Our goal to create a digital representation of the real world doesn’t just mean a birds’ eye view through Google Earth, or a street-level view through Google Maps. It means providing a local view as well, and tools like Google Places help people across the globe learn about and connect with the places and businesses in their immediate areas.

We use a variety of authoritative sources to give users relevant local information about places that might interest them, including data from partners, users, and directly from business owners who verify their organic listings via Google Places for business. In addition, we always want to know about changes to a business that should be reflected on our local search products. That’s why we have the “Report a problem” tool on Google Maps, and also enable users to click on the “Edit this place” link at the top of the Place page to provide updates to a business listing.

And while some business owners may have previously verified their organic listing to ensure that their company information was correct at that particular moment in time, we recognize that amidst all the work that goes into running a successful enterprise, remembering to update their Google Places account may not always be top of mind. Oftentimes, a neighborhood local or a loyal customer is eager to help their favorite business update its online presence when it moves into a bigger space across the street, or extends its hours for the summer season.

That’s why today, we’re introducing a new process that helps streamline the way updates are made to potentially outdated or incorrect business listings. Previously, verified business listings would always reflect the information provided by its owner – even if we received data about an updated name, address, or hours of operation. But now, if a user provides new information about a business they know — or if our system identifies information from another source on the web that may be more recent than the data the business owner provided via Google Places — the organic listing will automatically be updated and the business owner will be sent an email notification about the change. Without requiring any effort on the part of the business owner, we’ll take measures to keep their listing up-to-date if our system determines that the edit is accurate. Of course, if the business owner disagrees or has even more recent information, they can always directly log in to their Google Places account and make further edits.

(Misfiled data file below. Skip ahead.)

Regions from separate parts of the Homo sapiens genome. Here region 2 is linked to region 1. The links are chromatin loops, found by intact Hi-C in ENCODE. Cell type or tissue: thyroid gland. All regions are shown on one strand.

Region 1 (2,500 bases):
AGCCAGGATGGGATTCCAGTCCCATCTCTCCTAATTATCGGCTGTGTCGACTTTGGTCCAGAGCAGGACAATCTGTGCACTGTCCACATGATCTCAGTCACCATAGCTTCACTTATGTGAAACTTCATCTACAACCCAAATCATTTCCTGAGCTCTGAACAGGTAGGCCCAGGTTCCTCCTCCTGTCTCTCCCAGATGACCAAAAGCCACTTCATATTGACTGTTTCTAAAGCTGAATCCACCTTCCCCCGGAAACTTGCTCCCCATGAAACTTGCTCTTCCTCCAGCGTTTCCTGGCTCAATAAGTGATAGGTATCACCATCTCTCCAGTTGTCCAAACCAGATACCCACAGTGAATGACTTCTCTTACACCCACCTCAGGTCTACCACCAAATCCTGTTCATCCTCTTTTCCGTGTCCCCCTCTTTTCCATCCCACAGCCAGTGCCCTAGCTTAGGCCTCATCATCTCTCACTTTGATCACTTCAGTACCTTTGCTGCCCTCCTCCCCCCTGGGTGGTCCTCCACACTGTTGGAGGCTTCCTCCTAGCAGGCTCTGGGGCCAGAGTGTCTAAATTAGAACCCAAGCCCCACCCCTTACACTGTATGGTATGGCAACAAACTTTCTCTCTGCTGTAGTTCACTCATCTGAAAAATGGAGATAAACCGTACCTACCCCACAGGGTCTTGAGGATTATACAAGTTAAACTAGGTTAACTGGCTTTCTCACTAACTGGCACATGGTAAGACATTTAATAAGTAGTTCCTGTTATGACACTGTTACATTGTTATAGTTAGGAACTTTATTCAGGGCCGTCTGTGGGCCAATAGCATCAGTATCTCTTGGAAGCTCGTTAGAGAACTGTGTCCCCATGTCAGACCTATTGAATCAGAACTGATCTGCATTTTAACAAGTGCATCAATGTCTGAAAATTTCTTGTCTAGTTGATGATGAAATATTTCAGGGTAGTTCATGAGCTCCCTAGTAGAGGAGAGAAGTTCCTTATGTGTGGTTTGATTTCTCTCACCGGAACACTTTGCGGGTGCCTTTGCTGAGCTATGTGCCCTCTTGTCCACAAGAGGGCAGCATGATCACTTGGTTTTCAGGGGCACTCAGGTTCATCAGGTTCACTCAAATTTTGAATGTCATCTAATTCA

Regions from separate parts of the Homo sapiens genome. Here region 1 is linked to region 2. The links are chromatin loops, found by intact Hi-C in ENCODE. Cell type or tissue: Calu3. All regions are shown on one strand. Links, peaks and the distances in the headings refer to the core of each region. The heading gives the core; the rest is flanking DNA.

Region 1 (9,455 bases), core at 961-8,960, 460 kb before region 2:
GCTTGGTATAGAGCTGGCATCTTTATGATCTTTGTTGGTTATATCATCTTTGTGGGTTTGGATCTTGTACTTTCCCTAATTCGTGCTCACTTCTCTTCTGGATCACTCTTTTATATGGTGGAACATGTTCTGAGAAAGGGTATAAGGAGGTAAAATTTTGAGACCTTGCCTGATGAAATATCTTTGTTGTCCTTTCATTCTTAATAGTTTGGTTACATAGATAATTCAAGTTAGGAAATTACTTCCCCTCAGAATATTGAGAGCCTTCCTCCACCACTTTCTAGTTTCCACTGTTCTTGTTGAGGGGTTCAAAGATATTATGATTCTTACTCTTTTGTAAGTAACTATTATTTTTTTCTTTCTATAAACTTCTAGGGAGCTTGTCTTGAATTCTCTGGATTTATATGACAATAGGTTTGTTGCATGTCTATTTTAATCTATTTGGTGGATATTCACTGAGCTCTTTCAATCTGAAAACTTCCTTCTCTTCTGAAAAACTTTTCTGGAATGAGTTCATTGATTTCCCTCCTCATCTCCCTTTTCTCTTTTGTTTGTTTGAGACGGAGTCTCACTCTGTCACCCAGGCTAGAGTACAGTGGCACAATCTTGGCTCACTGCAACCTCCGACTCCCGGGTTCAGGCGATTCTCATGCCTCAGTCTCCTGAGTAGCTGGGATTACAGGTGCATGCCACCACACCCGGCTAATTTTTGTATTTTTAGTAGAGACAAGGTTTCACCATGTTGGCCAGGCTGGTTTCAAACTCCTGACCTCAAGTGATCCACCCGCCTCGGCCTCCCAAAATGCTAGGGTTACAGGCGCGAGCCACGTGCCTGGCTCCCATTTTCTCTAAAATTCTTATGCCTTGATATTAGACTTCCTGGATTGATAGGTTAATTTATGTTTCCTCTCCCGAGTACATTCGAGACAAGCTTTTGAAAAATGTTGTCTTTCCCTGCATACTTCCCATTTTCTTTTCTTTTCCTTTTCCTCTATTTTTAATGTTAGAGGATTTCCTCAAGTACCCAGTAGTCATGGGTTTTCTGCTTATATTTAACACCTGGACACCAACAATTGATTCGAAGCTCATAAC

Online ads from business owners using our AdWords or AdWords Express programs will not be affected by these automatic updates. Ads will continue to display the business information the owner has provided in Google Places.

We hope these new features help users find the most accurate local information available, and make it even easier for business owners to manage their online presence. If you’re a business owner with additional questions about your specific listing, please consult the Google Places for business Help Center